A second time; for still I seem
To love thee more and more.

Among thy mountains did I feel
The joy of my desire;
And she I cherished turned her wheel
Beside an English fire.

Thy mornings showed, thy nights concealed,
The bowers where Lucy played;
And thine too is the last green field
That Lucy's eyes surveyed.

Maligne Canyon

A Slumber did my Spirit Seal
By William Wordsworth    
A slumber did my spirit seal;
I had no human fears:
She seemed a thing that could not feel
The touch of earthly years.

No motion has she now, no force;
She neither hears nor sees;
Rolled round in earth's diurnal course,
With rocks, and stones, and trees.

Pyramid Mountain

Pyramid Mountain is a mountain in Jasper National Park, Alberta, Canada, named for its pyramid-like shape. James Hector named the mountain in 1859 due to its appearance from the Athabasca River valley on the eastern side of the peak.  The colors of the mountain look bronze with shades of red, orange and deep gray.

"Graceful Counterfeit of Flowers"

Flowers In Winter:  Painted upon a Porte Livre
HOW strange to greet, this frosty morn, 
  In graceful counterfeit of flowers, 
These children of the meadows, born 
  Of sunshine and of showers! 
How well the conscious wood retains        
  The pictures of its flower-sown home, 
The lights and shades, the purple stains, 
  And golden hues of bloom! 
It was a happy thought to bring 
  To the dark season’s frost and rime          
This painted memory of spring, 
  This dream of summer-time. 
Our hearts are lighter for its sake, 
  Our fancy’s age renews its youth, 
And dim-remembered fictions take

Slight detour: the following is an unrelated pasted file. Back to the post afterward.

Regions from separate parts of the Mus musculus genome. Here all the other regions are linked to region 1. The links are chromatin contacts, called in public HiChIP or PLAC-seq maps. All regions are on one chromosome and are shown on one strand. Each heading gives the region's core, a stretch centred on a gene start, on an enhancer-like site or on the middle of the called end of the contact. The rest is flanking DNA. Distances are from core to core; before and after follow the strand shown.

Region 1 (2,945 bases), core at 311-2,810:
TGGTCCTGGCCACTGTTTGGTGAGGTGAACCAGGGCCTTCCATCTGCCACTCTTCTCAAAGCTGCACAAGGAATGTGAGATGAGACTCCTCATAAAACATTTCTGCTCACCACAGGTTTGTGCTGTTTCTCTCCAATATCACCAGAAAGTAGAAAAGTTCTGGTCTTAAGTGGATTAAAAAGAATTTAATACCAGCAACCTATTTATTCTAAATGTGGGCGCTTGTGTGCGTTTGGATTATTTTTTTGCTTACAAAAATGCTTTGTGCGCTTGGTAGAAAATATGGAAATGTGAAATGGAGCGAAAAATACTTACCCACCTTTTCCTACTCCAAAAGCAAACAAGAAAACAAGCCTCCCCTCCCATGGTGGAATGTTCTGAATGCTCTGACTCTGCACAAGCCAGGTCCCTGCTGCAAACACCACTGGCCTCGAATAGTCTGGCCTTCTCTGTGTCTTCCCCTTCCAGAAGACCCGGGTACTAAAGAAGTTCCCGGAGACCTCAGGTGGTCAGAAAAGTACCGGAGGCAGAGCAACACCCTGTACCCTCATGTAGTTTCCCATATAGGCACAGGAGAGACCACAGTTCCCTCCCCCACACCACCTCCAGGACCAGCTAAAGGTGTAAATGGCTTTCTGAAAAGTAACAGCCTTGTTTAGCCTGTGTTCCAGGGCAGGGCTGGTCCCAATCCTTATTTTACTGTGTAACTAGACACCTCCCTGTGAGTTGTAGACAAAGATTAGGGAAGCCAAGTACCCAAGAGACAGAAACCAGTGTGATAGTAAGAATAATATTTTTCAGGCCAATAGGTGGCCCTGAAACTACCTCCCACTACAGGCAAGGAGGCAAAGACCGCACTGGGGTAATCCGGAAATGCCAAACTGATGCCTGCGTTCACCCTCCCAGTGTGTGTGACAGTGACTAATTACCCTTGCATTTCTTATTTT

The guise of present truth. 
A wizard of the Merrimac,— 
  So old ancestral legends say,— 
Could call green leaf and blossom back 
  To frosted stem and spray.          
The dry logs of the cottage wall, 
  Beneath his touch, put out their leaves; 
The clay-bound swallow, at his call, 
  Played round the icy eaves. 
The settler saw his oaken flail        
  Take bud, and bloom before his eyes; 
From frozen pools he saw the pale, 
  Sweet summer lilies rise. 
To their old homes, by man profaned, 
  Came the sad dryads, exiled long,        
And through their leafy tongues complained 
  Of household use and wrong. 
The beechen platter sprouted wild, 
  The pipkin wore its old-time green 
The cradle o’er the sleeping child        
  Became a leafy screen. 
Haply our gentle friend hath met, 
  While wandering in her sylvan quest, 
Haunting his native woodlands yet, 
  That Druid of the West;        
And, while the dew on leaf and flower 
  Glistened in moonlight clear and still, 
Learned the dusk wizard’s spell of power, 
  And caught his trick of skill. 
But welcome, be it new or old,         
  The gift which makes the day more bright, 
And paints, upon the ground of cold 
  And darkness, warmth and light! 
Without is neither gold nor green;